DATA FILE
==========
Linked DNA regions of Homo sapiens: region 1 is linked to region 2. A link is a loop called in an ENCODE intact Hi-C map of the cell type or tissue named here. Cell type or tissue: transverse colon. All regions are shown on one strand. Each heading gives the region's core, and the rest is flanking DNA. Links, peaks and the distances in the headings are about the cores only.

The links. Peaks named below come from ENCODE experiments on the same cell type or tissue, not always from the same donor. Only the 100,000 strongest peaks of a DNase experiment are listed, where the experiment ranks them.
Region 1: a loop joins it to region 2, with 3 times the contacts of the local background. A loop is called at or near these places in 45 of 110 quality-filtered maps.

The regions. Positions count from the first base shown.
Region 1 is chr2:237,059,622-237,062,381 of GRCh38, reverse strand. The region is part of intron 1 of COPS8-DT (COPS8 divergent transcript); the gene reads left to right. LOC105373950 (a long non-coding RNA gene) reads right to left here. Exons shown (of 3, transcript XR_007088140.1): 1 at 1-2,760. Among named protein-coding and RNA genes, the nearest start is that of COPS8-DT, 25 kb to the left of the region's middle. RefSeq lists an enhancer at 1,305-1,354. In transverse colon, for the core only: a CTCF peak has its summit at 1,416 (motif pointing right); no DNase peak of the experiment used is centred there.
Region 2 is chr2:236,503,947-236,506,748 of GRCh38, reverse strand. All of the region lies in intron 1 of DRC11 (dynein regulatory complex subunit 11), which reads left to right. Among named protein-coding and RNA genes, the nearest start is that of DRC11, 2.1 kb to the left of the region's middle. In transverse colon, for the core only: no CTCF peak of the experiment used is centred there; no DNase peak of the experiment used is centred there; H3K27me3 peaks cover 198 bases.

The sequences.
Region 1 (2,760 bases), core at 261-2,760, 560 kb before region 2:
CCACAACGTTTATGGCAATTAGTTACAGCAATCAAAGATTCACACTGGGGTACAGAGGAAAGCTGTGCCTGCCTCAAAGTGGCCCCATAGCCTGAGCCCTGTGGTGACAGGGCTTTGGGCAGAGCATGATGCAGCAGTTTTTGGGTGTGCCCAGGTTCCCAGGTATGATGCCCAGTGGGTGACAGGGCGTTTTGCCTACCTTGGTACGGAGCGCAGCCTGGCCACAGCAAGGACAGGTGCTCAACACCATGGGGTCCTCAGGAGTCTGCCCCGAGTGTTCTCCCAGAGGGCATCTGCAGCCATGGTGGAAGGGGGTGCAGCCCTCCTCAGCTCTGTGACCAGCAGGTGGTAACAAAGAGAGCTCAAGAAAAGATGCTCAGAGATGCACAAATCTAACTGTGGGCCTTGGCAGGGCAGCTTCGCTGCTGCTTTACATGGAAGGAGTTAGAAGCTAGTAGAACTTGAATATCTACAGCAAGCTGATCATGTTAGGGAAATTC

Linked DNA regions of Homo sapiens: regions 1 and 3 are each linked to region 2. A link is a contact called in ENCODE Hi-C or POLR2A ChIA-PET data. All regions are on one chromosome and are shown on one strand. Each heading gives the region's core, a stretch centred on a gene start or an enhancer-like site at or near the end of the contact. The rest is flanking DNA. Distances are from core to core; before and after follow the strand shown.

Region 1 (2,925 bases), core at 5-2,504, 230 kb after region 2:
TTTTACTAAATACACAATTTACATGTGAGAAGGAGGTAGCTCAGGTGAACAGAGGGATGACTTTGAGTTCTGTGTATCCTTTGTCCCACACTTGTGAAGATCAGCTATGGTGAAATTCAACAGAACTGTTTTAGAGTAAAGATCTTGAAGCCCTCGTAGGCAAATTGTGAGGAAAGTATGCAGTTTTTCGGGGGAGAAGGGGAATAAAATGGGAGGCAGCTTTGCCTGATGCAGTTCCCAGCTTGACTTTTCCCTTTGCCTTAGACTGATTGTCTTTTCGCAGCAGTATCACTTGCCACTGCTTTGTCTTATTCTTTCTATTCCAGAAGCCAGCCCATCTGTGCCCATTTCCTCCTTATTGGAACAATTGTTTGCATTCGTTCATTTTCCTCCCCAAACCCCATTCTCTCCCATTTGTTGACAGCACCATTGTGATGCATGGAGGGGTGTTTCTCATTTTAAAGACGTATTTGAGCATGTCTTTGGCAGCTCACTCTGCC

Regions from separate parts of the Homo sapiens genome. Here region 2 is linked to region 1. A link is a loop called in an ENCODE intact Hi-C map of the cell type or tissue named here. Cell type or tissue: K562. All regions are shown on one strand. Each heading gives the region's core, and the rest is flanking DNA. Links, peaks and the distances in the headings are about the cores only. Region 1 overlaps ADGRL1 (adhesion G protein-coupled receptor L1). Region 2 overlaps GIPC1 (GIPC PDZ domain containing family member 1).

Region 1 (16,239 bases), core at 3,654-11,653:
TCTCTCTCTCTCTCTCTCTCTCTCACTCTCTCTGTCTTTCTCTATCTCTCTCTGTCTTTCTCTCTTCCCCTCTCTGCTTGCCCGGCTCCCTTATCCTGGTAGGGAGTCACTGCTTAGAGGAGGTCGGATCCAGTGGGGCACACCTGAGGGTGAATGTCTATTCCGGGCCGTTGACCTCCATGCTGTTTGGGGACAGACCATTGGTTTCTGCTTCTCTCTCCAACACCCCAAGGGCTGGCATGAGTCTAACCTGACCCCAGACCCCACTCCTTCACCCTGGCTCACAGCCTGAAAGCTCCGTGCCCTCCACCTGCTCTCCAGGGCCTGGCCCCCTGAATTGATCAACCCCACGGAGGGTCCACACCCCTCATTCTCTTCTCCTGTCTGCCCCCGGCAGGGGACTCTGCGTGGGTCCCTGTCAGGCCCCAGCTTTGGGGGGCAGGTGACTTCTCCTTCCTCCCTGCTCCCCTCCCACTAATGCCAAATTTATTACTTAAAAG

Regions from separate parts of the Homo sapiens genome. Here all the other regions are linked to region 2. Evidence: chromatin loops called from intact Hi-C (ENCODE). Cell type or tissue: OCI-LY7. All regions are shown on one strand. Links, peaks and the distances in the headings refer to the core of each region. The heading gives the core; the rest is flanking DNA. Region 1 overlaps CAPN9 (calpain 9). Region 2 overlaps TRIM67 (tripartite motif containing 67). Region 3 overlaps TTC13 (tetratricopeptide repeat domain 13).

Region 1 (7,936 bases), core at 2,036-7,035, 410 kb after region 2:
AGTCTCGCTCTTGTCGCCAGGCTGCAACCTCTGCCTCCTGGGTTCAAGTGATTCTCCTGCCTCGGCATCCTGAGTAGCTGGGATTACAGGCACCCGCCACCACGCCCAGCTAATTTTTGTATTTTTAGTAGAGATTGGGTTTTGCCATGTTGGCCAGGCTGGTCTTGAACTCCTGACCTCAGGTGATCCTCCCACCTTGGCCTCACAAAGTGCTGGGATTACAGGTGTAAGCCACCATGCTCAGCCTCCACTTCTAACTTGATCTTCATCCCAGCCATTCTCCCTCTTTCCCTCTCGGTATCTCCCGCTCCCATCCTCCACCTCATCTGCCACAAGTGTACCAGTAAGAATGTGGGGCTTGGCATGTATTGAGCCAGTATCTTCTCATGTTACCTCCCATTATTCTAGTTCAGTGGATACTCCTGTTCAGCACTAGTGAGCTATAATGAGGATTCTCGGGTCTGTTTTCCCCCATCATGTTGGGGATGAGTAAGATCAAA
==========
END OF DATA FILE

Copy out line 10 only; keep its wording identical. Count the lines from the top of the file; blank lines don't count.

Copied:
Linked DNA regions of Homo sapiens: regions 1 and 3 are each linked to region 2. A link is a contact called in ENCODE Hi-C or POLR2A ChIA-PET data. All regions are on one chromosome and are shown on one strand. Each heading gives the region's core, a stretch centred on a gene start or an enhancer-like site at or near the end of the contact. The rest is flanking DNA. Distances are from core to core; before and after follow the strand shown.